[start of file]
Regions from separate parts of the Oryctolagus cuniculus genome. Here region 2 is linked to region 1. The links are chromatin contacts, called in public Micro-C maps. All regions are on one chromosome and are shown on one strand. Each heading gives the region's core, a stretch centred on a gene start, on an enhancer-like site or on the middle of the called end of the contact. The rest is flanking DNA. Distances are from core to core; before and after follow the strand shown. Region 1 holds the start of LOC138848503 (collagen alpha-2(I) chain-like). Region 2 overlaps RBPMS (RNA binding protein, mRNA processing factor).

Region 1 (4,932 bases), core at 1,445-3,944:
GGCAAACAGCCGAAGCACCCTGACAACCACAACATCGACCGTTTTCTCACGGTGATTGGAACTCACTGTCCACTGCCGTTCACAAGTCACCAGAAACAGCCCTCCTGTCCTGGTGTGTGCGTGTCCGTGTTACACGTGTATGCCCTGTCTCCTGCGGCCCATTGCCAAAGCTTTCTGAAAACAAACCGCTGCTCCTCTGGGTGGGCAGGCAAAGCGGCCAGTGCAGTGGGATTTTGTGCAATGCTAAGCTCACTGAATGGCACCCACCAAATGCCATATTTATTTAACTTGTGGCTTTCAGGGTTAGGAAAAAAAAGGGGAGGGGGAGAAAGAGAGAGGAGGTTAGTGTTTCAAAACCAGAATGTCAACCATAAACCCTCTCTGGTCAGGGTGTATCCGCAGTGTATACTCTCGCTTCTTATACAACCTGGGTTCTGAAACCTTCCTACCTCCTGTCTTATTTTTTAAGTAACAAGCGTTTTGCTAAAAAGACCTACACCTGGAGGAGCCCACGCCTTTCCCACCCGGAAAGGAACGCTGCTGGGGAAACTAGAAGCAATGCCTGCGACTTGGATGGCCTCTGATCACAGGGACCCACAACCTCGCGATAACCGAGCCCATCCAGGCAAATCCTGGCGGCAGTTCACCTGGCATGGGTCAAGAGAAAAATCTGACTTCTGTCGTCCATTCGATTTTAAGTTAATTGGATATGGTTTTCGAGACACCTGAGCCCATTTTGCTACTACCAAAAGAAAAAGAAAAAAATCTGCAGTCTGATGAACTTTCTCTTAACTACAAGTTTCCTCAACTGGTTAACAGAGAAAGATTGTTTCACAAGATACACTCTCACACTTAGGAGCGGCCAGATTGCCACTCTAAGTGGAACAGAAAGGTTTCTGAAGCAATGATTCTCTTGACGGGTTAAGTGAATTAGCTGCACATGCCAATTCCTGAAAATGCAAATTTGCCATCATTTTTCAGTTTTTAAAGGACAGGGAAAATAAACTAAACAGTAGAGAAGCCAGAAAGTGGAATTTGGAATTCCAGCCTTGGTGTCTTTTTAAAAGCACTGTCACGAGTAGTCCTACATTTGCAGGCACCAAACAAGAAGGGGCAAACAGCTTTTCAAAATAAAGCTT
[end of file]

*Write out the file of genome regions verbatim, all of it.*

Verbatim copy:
Regions from separate parts of the Oryctolagus cuniculus genome. Here region 2 is linked to region 1. The links are chromatin contacts, called in public Micro-C maps. All regions are on one chromosome and are shown on one strand. Each heading gives the region's core, a stretch centred on a gene start, on an enhancer-like site or on the middle of the called end of the contact. The rest is flanking DNA. Distances are from core to core; before and after follow the strand shown. Region 1 holds the start of LOC138848503 (collagen alpha-2(I) chain-like). Region 2 overlaps RBPMS (RNA binding protein, mRNA processing factor).

Region 1 (4,932 bases), core at 1,445-3,944:
GGCAAACAGCCGAAGCACCCTGACAACCACAACATCGACCGTTTTCTCACGGTGATTGGAACTCACTGTCCACTGCCGTTCACAAGTCACCAGAAACAGCCCTCCTGTCCTGGTGTGTGCGTGTCCGTGTTACACGTGTATGCCCTGTCTCCTGCGGCCCATTGCCAAAGCTTTCTGAAAACAAACCGCTGCTCCTCTGGGTGGGCAGGCAAAGCGGCCAGTGCAGTGGGATTTTGTGCAATGCTAAGCTCACTGAATGGCACCCACCAAATGCCATATTTATTTAACTTGTGGCTTTCAGGGTTAGGAAAAAAAAGGGGAGGGGGAGAAAGAGAGAGGAGGTTAGTGTTTCAAAACCAGAATGTCAACCATAAACCCTCTCTGGTCAGGGTGTATCCGCAGTGTATACTCTCGCTTCTTATACAACCTGGGTTCTGAAACCTTCCTACCTCCTGTCTTATTTTTTAAGTAACAAGCGTTTTGCTAAAAAGACCTACACCTGGAGGAGCCCACGCCTTTCCCACCCGGAAAGGAACGCTGCTGGGGAAACTAGAAGCAATGCCTGCGACTTGGATGGCCTCTGATCACAGGGACCCACAACCTCGCGATAACCGAGCCCATCCAGGCAAATCCTGGCGGCAGTTCACCTGGCATGGGTCAAGAGAAAAATCTGACTTCTGTCGTCCATTCGATTTTAAGTTAATTGGATATGGTTTTCGAGACACCTGAGCCCATTTTGCTACTACCAAAAGAAAAAGAAAAAAATCTGCAGTCTGATGAACTTTCTCTTAACTACAAGTTTCCTCAACTGGTTAACAGAGAAAGATTGTTTCACAAGATACACTCTCACACTTAGGAGCGGCCAGATTGCCACTCTAAGTGGAACAGAAAGGTTTCTGAAGCAATGATTCTCTTGACGGGTTAAGTGAATTAGCTGCACATGCCAATTCCTGAAAATGCAAATTTGCCATCATTTTTCAGTTTTTAAAGGACAGGGAAAATAAACTAAACAGTAGAGAAGCCAGAAAGTGGAATTTGGAATTCCAGCCTTGGTGTCTTTTTAAAAGCACTGTCACGAGTAGTCCTACATTTGCAGGCACCAAACAAGAAGGGGCAAACAGCTTTTCAAAATAAAGCTT